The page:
Coordinator's Note: Vol 7, Issue 1: "Cartel Power Dynamics" in Zimbabwe
By Blessing Vava (CiZC)
Photos: Getty Images / Waldo Swiegers / Cynthia R Matonhodze / EPA-EFE/AARON UFUMELI We bring to you Volume 7, Issue 1 of the Zimbabwe Briefing, from the Crisis in Zimbabwe Coalition’s Johannesburg based Regional Information & Advocacy hub.
In early February 2021, South Africa’s Maverick Citizen published an explosive report, Cartel Power Dynamics, which dug deeper into Zimbabwe’s web of looting, illicit cross-border financial transactions by cartels causing devastating effects to the country’s economy.
According to the Daily Maverick, the report sought to understand the extent and impact of cartels and state capture on Zimbabwe's political economy, exposing the contributing factors that have enabled these cartels to thrive. The report looked at the power structures behind cartels in Zimbabwe and analysed their impact on the economy, service delivery and long-term prospects of democratisation in Zimbabwe.
In its findings, the study exposed three types of cartels in Zimbabwe, the first being collusive relationships between private sector companies; the second being the abuse of office by public officeholders for self-enrichment, and the third and main type being collusive relationships between public officials and the private sector.
The report also observed that these cartels thrive in Zimbabwe because of a complex mix of political, economic and social factors that create an enabling environment for cartel-based corruption. These include patronage, the militarisation of the state, unstable macroeconomic conditions, weak property rights, lack of rule of law and limited citizen agency to deal with corruption.
Overall, the study shows that cartels are deeply entrenched in many parts of Zimbabwean life and recommended for Zimbabwe to achieve economic stability there is a need for cartels to be dealt with decisively. Consequently, while the report drew ire from Civil society and citizens in general it is the lack of a coordinated campaign and programme of action by citizens to rise against this cancerous behaviour that is bleeding our economy.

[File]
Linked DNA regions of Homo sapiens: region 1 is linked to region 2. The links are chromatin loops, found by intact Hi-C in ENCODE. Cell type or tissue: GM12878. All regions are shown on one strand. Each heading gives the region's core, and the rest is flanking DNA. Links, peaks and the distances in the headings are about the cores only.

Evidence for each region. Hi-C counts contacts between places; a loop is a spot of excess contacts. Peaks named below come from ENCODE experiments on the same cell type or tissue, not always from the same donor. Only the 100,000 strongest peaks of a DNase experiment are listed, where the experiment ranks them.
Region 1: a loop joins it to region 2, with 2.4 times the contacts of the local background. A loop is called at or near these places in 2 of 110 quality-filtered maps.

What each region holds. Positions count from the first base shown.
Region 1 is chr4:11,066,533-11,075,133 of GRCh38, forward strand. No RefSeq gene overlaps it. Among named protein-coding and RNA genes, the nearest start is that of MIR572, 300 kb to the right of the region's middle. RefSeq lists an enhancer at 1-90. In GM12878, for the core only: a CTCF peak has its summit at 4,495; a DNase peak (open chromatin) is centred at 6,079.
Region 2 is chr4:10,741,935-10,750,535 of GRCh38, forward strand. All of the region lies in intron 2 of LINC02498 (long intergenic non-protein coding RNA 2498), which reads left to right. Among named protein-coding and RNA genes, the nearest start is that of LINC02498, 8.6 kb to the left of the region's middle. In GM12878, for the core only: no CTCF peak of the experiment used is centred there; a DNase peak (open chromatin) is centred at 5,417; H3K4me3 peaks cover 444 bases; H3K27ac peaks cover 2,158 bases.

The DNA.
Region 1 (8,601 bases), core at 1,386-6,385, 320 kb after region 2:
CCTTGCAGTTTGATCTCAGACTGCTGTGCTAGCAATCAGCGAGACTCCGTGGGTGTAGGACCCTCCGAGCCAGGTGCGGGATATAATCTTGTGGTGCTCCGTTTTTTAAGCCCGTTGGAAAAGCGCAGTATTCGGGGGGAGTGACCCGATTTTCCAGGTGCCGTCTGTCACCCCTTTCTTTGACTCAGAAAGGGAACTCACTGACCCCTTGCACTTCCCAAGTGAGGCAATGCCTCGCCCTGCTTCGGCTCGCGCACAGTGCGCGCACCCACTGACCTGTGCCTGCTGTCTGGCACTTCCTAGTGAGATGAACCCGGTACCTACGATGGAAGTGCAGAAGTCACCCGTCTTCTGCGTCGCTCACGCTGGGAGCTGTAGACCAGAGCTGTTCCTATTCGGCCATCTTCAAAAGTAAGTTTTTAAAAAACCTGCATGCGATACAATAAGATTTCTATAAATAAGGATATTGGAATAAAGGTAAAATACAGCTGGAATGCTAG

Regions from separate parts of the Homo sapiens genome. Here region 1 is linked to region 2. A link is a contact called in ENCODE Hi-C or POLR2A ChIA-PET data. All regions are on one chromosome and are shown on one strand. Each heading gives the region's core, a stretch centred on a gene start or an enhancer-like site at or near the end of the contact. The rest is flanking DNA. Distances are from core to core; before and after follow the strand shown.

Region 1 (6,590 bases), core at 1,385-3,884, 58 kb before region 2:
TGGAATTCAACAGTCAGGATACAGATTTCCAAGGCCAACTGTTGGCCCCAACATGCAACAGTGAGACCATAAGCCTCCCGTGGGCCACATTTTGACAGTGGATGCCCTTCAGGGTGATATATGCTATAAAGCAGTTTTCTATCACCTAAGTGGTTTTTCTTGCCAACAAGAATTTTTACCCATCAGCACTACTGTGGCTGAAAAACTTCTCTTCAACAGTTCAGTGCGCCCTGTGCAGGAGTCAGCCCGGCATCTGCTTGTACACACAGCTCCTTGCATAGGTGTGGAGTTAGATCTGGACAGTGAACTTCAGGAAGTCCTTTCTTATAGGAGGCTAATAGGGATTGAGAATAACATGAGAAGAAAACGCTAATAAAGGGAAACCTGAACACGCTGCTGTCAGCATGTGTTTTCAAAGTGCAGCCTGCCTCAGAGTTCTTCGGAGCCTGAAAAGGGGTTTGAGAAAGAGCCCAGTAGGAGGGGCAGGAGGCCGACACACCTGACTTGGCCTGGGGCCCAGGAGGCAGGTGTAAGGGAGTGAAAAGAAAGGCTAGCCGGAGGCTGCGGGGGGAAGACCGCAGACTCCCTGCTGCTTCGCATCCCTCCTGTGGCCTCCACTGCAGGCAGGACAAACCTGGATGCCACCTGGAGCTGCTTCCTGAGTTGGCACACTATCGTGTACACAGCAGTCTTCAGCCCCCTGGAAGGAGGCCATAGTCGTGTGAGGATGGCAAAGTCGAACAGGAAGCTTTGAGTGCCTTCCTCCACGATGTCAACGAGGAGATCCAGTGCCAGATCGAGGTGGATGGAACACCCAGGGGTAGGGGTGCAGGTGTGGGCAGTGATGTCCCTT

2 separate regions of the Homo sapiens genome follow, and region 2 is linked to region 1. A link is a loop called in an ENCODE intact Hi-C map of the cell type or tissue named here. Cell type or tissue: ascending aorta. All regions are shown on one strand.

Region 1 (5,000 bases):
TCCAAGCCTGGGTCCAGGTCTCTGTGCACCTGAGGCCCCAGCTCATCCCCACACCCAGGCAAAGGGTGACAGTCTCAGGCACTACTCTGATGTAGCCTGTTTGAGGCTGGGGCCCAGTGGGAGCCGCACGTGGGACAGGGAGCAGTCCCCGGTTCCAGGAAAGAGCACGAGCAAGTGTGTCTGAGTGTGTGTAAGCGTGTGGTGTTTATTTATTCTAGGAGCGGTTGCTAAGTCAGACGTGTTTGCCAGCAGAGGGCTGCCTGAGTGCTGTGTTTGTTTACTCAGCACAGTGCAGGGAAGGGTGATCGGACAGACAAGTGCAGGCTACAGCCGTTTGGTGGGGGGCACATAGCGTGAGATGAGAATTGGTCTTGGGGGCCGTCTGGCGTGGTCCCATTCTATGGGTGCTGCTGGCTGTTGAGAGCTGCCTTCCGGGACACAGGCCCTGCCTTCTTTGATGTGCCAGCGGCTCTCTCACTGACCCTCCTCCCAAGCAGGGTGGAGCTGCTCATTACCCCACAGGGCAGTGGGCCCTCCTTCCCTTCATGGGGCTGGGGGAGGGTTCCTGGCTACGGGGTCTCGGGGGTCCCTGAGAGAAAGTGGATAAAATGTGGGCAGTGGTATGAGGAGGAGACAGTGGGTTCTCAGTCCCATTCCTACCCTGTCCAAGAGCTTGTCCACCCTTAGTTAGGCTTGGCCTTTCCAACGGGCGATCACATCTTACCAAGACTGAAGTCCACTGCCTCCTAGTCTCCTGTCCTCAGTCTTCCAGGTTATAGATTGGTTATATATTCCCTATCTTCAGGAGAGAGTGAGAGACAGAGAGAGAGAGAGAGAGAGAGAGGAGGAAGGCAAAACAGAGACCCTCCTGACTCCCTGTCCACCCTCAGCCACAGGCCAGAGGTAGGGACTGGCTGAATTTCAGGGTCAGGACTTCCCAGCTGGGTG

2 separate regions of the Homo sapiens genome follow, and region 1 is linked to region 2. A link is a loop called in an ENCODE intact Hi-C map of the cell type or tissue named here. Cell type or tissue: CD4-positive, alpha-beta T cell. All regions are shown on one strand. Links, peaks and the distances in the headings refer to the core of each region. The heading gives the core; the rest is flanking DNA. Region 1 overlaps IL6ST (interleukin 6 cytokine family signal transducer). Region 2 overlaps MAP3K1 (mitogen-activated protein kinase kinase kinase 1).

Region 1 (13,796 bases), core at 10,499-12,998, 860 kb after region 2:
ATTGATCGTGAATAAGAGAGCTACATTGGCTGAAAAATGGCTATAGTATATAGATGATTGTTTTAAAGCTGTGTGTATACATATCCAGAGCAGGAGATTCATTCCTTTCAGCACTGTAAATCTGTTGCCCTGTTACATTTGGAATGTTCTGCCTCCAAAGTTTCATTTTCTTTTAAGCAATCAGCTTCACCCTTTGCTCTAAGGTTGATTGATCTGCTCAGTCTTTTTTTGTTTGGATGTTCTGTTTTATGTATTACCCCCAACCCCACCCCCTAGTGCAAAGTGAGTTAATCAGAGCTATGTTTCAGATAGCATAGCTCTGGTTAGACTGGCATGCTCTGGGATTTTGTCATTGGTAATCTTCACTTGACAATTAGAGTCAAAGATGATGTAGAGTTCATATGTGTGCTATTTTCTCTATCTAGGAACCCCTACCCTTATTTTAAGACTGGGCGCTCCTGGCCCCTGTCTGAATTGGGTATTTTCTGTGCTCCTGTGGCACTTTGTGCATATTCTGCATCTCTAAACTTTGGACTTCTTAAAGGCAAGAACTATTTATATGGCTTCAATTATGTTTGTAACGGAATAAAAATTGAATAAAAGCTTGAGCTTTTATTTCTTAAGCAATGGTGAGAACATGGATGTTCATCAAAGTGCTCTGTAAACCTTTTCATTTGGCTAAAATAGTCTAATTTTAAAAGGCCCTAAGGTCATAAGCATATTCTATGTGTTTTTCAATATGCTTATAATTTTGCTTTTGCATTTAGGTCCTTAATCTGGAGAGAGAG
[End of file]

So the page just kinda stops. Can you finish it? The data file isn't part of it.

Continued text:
The silence of Zimbabweans over such an issue is alarming and at this rate, we will be left with no country. This report is just the tip of the iceberg of the many scandals and grand looting by cartels who have captured the state in broad daylight.
Despite the abundance of information floating around our media has also been exposed for their lack of sophistication and rather limited investigative capacity to search for more and expose the shenanigans that have been happening over the past decades. The country has an adequate legislative framework to guarantee Zimbabweans media access to such crucial information, but there is no one to genuinely pursue such because the media is either complacent, captured or compromised.
Thus, we bring to you this edition whose theme is centred around the Maverick Citizen's state capture report and how it has impacted the economy and citizenry in general. We retain our focus; that of providing cutting edge analysis on developments in Zimbabwe for use by our various strategic stakeholders who include media houses, the diplomatic community, solidarity partners, Zimbabweans in the diaspora and others.